Leadership is Not Just for the Extroverts
One of the paradoxes of leadership is that the people who most want to lead are often the last people we would want given the responsibility. The pushy hack, the selfish careerist and the ruthless opportunist are just some of the unpleasant types who tend to force their way to the top. They thrive in hyper-competitive environments. Decent people, who might actually make better leaders, seem to have a harder time scrambling upwards. They may have exactly what it takes to lead, but lack what it takes to get the chance.
My smell test for business leaders is if they talk about the importance of humility. The moment the word leaves their mouth, I assume they are the worst kind of corporate hypocrite, on the very simple basis that truly humble people don’t boast about being humble.
One way academics have sought to categorise the character traits required to succeed has been to divide us into extroverts and introverts, and much research has found that it is the extroverts who do best.
Extroverts like to be the centre of attention, seek status and approval and talk a lot in social settings. They are good at motivating employees and leading change. Consequently, they earn more and get more promotions. Larry Ellison of Oracle and Jamie Dimon of JPMorgan Chase are prominent extrovert leaders, thrusting themselves forward in their company’s interests.
So what hope is there for introverts? Are they simply to bask in the sun of the extroverts? Or can they lead too? Absolutely, say Adam Grant, Francesca Gino and David Hoffman, business school professors and authors of an intriguing new paper, “Reversing the Extroverted Leadership Advantage: The Role of Employee Proactivity”, published in the Academy of Management Journal. They argue that one key variable has been underestimated in the argument over which character-type does best in business. And that is the degree to which a manager’s employees are proactive.
If employees are passive, they found, an extrovert thrives by giving a clear lead. If employees are more proactive, the introvert does better because he actually listens and incorporates their advice into his decision-making.
What is novel here is that up to now, the advice for introverts in business has generally been to be more extroverted, to follow the old salesman’s mantra, “act enthusiastic to be enthusiastic”. But many forced grins later, is this really the best way for them to succeed?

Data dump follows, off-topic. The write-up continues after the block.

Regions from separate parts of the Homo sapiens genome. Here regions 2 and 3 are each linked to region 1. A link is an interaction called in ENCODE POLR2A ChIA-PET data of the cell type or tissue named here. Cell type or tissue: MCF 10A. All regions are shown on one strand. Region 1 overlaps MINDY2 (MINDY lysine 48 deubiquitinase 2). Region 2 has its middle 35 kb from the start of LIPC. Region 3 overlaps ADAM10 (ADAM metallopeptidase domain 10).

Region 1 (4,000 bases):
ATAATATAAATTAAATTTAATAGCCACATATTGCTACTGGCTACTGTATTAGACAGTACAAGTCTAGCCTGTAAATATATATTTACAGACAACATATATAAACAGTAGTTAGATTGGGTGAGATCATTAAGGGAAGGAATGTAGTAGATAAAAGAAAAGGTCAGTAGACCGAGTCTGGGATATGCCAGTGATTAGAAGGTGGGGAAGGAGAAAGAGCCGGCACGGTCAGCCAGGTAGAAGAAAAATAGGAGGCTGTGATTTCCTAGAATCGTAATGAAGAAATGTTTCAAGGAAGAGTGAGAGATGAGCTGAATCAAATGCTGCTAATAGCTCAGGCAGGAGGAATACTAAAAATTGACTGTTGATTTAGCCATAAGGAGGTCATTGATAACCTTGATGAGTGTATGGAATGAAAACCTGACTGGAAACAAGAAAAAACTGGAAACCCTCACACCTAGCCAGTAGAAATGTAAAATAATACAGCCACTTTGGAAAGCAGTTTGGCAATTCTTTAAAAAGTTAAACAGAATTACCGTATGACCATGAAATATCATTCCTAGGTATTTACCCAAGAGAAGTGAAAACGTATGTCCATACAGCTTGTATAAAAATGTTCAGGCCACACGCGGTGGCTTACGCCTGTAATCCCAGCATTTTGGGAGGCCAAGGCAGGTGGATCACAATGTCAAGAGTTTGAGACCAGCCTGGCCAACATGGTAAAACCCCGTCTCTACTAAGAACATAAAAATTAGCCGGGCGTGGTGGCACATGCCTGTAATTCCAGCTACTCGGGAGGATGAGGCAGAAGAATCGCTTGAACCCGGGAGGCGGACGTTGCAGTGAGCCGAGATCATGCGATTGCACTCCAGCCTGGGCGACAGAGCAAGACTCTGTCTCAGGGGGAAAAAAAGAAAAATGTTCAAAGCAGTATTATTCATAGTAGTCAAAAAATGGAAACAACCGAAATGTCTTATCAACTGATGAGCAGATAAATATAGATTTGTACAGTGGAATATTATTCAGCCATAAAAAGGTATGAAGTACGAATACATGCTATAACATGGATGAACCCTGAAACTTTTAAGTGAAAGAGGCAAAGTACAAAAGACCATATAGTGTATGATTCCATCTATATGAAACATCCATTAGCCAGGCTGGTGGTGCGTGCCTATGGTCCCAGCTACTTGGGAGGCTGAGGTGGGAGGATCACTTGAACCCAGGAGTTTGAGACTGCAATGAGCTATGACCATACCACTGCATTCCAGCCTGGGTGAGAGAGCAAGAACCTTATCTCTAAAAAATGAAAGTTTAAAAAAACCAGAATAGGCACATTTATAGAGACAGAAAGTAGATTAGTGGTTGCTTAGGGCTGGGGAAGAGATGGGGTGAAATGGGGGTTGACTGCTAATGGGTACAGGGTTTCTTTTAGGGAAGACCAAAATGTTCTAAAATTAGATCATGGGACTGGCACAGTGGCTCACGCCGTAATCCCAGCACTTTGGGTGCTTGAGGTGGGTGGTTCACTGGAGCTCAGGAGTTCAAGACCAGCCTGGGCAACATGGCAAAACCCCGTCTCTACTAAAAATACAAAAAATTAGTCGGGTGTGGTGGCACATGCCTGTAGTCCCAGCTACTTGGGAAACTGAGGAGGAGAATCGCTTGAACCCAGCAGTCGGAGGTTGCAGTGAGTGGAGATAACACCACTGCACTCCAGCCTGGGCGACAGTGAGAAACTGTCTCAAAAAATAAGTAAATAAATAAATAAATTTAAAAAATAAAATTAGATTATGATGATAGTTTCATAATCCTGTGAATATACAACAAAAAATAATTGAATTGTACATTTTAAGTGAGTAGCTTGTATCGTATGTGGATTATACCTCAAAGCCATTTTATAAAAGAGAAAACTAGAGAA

It is clearly not necessary to be the life and soul of a party in order to run a great business. Bill Gates, Steve Jobs and Mark Zuckerberg are neither natural glad-handers nor extroverts, but all have the bullheadedness and genius that drags others along. Anna Wintour at Vogue and Giorgio Armani are frosty characters who are nonetheless accomplished managers in a highly creative industry. Sir Richard Branson has turned himself into an extrovert for the public but is said to be an introvert in private.
The academics drew on two sets of data. The first was from a chain of pizza restaurants, where they analysed financial performance and the nature of the managers and employees. The second came from a lab experiment, where they asked people to act either extroverted or introverted in managing a group folding T-shirts. The evidence showed that a proactive group either butted heads or felt underappreciated working for an extrovert leader and performed better under an introvert. The passive groups worked best for an extrovert and felt lost under an introvert.
Prof Grant told me that introverts do especially well at engineering and accounting companies, which tend to emphasise technical skills over personality. But other industries, especially those “with a lot of velocity and environmental turbulence”, could benefit from hiring, valuing and promoting more introverts.
Extrovert leaders might succeed in these environments, but it’s rather like putting all your money on a single number on the roulette wheel. Far better to have an introvert leader ready to absorb a lot of input in order to discover the best processes or business models.
To get to be leaders, introverts must still prove themselves terrific individual contributors. Without the noise and flash of the extrovert, they will have to find subtler ways to show they can lead. But once in a leadership or managerial position, they no longer need to worry about loosening up at parties and becoming more extroverted.
Instead, they can succeed by surrounding themselves with proactive employees, and giving them the autonomy and responsibility they require to perform at their best. They can focus on encouraging behaviour that complements their existing style rather than trying to acquire an awkward new one.